Namaste, sometimes spoken as Namaskar, Namaskaram or Vanakkam, is a respectful form of greeting in Hindu custom, found on the Indian Subcontinent mainly in Nepal and India and among the Indian diaspora. It is used both for salutation and valediction. Namaste is usually spoken with a slight bow and hands pressed together, palms touching and fingers pointing upwards, thumbs close to the chest. This gesture is called Añjali Mudr? or Pranamasana. In Hinduism it means “I bow to the divine in you”.The greeting may also be spoken without the gesture or the gesture performed wordlessly, carrying the same meaning.
Etymology, meaning and origins
Namaste (Namas + te) is derived from Sanskrit and is a combination of the word nama? and theenclitic 2nd person singular pronoun te. The word nama? takes the Sandhi form namas before the sound t.
Nama? means ‘bow’, ‘obeisance’, ‘reverential salutation’ or ‘adoration’ and te means ‘to you’. Therefore, Namaste literally means “bowing to you”.
A less common variant is used in the case of three or more people being addressed namely Namo va? which is a combination of nama? and the enclitic 2nd person plural pronoun va?. The word nama? takes the Sandhi form namo before the sound v.
An even less common variant is used in the case of two people being addressed, namely, Namo v?m, which is a combination of nama? and the enclitic 2nd person dual pronoun v?m.
Excavations for Indus civilization have revealed many male and female terracotta figures in Namaste posture. These archeological findings are dated to be between 3000 BC to 2000 BC.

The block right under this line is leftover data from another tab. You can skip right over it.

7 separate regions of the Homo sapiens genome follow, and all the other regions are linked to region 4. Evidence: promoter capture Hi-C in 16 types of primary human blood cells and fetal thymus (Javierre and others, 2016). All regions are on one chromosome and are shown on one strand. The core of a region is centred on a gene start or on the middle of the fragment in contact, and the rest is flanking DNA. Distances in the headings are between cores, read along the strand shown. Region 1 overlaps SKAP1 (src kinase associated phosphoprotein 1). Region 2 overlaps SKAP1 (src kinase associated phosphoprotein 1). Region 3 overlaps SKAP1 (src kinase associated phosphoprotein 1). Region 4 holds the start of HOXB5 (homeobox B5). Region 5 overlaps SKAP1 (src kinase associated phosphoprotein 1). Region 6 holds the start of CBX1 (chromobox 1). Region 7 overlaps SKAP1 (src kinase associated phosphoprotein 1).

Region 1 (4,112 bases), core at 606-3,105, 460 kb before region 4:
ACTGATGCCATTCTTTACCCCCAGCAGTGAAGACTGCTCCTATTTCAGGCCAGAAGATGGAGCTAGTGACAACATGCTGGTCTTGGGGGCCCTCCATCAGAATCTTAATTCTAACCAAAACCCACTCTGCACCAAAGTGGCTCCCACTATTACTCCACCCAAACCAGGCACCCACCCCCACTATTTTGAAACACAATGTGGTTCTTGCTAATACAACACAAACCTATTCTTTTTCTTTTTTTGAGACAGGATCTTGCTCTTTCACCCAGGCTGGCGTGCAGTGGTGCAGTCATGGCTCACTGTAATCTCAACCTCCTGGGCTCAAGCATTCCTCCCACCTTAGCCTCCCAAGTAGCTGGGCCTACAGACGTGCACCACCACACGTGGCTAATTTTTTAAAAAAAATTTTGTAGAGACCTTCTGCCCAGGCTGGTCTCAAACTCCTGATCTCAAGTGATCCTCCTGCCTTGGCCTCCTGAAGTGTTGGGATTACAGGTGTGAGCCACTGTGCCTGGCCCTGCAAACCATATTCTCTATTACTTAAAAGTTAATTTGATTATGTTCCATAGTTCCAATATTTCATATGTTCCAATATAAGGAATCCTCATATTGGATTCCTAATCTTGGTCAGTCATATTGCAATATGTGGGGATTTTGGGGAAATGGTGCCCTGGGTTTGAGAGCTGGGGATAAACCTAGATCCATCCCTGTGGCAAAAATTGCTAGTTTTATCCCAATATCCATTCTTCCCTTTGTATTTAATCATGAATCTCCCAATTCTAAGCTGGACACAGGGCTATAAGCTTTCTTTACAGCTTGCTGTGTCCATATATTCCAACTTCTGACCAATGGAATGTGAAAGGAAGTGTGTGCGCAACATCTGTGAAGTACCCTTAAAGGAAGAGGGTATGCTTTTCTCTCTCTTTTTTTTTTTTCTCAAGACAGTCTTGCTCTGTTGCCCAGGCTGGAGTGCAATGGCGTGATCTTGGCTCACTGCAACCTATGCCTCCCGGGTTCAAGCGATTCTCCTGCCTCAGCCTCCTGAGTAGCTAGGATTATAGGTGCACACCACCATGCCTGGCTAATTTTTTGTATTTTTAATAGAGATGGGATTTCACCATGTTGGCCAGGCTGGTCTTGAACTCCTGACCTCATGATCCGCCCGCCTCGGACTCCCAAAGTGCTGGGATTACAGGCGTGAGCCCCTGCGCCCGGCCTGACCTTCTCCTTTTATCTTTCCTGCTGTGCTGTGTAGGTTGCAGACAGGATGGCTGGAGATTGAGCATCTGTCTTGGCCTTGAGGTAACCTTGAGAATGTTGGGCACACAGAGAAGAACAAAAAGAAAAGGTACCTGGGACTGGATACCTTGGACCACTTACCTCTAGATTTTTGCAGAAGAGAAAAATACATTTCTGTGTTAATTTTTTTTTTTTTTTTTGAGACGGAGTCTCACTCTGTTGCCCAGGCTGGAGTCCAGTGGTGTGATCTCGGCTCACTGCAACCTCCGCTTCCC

The gesture is widely used throughout India, Nepal, parts of Asia and beyond where people of South Asian origins have migrated. Namaste or namaskar is used as a respectful form of greeting, acknowledging and welcoming a relative, guest or stranger. It is used with good byes as well. In some contexts, namaste is used by one person to express gratitude for assistance offered or given, and to thank the other person for his or her generous kindness.
Namaskar is also part of the 16 upacharas used inside temples or any place of formal Puja (worship). Namaste in the context of deity worship, conclude scholars, has the same function as in greeting a guest or anyone else. It expresses politeness, courtesy, honor, and hospitality from one person to the other. This is sometimes expressed, in ancient Hindu scriptures such asTaittiriya Upanishad, as Atithi Devo Bhav (literally, the guest is god).
Namaste is one of the six forms of pranama, and in parts of India these terms are used synonymously.
In the Hindi and Nepalese speaking populations of South Asia, both Namaste and Namaskar are synonymously used. In Nepal, people generally use Namaskar for greeting and respecting their elders. In Telugu, Namaste is also known as Dhandamu or namaskaram for singular and Dhandaalu or namaskaralu for plural form. pranamamu is also used in formal Telugu . In Bengali, the Namaste gesture is expressed as N?m?shkar, and said as Pr?näm informally. In Assamese, Nômôskar is used. In Tamil, Namaste is known as Kumpi?u, which is composed of two words kumpu meaning ‘to cup hands’ and itu meaning ‘to do’.0